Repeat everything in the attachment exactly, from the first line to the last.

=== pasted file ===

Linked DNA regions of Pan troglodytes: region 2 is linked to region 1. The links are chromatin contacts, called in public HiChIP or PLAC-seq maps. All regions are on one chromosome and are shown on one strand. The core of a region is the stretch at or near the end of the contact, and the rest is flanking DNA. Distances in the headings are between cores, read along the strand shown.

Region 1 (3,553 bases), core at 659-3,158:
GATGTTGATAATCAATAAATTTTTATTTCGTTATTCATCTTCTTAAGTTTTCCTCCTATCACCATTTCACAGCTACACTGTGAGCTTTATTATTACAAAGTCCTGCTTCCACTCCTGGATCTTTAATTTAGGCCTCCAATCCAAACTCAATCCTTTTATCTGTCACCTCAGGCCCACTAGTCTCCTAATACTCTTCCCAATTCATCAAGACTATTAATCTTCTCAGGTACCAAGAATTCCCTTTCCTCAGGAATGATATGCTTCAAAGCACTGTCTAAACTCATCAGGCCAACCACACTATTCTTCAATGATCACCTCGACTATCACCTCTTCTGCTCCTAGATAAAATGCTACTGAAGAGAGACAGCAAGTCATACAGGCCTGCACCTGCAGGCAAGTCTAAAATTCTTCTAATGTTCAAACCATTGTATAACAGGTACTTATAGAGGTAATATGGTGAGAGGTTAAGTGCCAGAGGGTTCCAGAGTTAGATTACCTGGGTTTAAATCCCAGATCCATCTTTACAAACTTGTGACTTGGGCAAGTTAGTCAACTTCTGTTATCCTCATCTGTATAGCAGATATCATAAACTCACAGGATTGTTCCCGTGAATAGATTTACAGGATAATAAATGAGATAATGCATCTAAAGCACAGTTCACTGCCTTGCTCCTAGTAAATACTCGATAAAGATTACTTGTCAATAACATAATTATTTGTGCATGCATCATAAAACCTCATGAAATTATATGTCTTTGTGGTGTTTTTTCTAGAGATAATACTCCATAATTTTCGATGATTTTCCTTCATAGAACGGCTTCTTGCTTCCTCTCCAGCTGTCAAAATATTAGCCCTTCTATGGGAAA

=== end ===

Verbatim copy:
Linked DNA regions of Pan troglodytes: region 2 is linked to region 1. The links are chromatin contacts, called in public HiChIP or PLAC-seq maps. All regions are on one chromosome and are shown on one strand. The core of a region is the stretch at or near the end of the contact, and the rest is flanking DNA. Distances in the headings are between cores, read along the strand shown.

Region 1 (3,553 bases), core at 659-3,158:
GATGTTGATAATCAATAAATTTTTATTTCGTTATTCATCTTCTTAAGTTTTCCTCCTATCACCATTTCACAGCTACACTGTGAGCTTTATTATTACAAAGTCCTGCTTCCACTCCTGGATCTTTAATTTAGGCCTCCAATCCAAACTCAATCCTTTTATCTGTCACCTCAGGCCCACTAGTCTCCTAATACTCTTCCCAATTCATCAAGACTATTAATCTTCTCAGGTACCAAGAATTCCCTTTCCTCAGGAATGATATGCTTCAAAGCACTGTCTAAACTCATCAGGCCAACCACACTATTCTTCAATGATCACCTCGACTATCACCTCTTCTGCTCCTAGATAAAATGCTACTGAAGAGAGACAGCAAGTCATACAGGCCTGCACCTGCAGGCAAGTCTAAAATTCTTCTAATGTTCAAACCATTGTATAACAGGTACTTATAGAGGTAATATGGTGAGAGGTTAAGTGCCAGAGGGTTCCAGAGTTAGATTACCTGGGTTTAAATCCCAGATCCATCTTTACAAACTTGTGACTTGGGCAAGTTAGTCAACTTCTGTTATCCTCATCTGTATAGCAGATATCATAAACTCACAGGATTGTTCCCGTGAATAGATTTACAGGATAATAAATGAGATAATGCATCTAAAGCACAGTTCACTGCCTTGCTCCTAGTAAATACTCGATAAAGATTACTTGTCAATAACATAATTATTTGTGCATGCATCATAAAACCTCATGAAATTATATGTCTTTGTGGTGTTTTTTCTAGAGATAATACTCCATAATTTTCGATGATTTTCCTTCATAGAACGGCTTCTTGCTTCCTCTCCAGCTGTCAAAATATTAGCCCTTCTATGGGAAA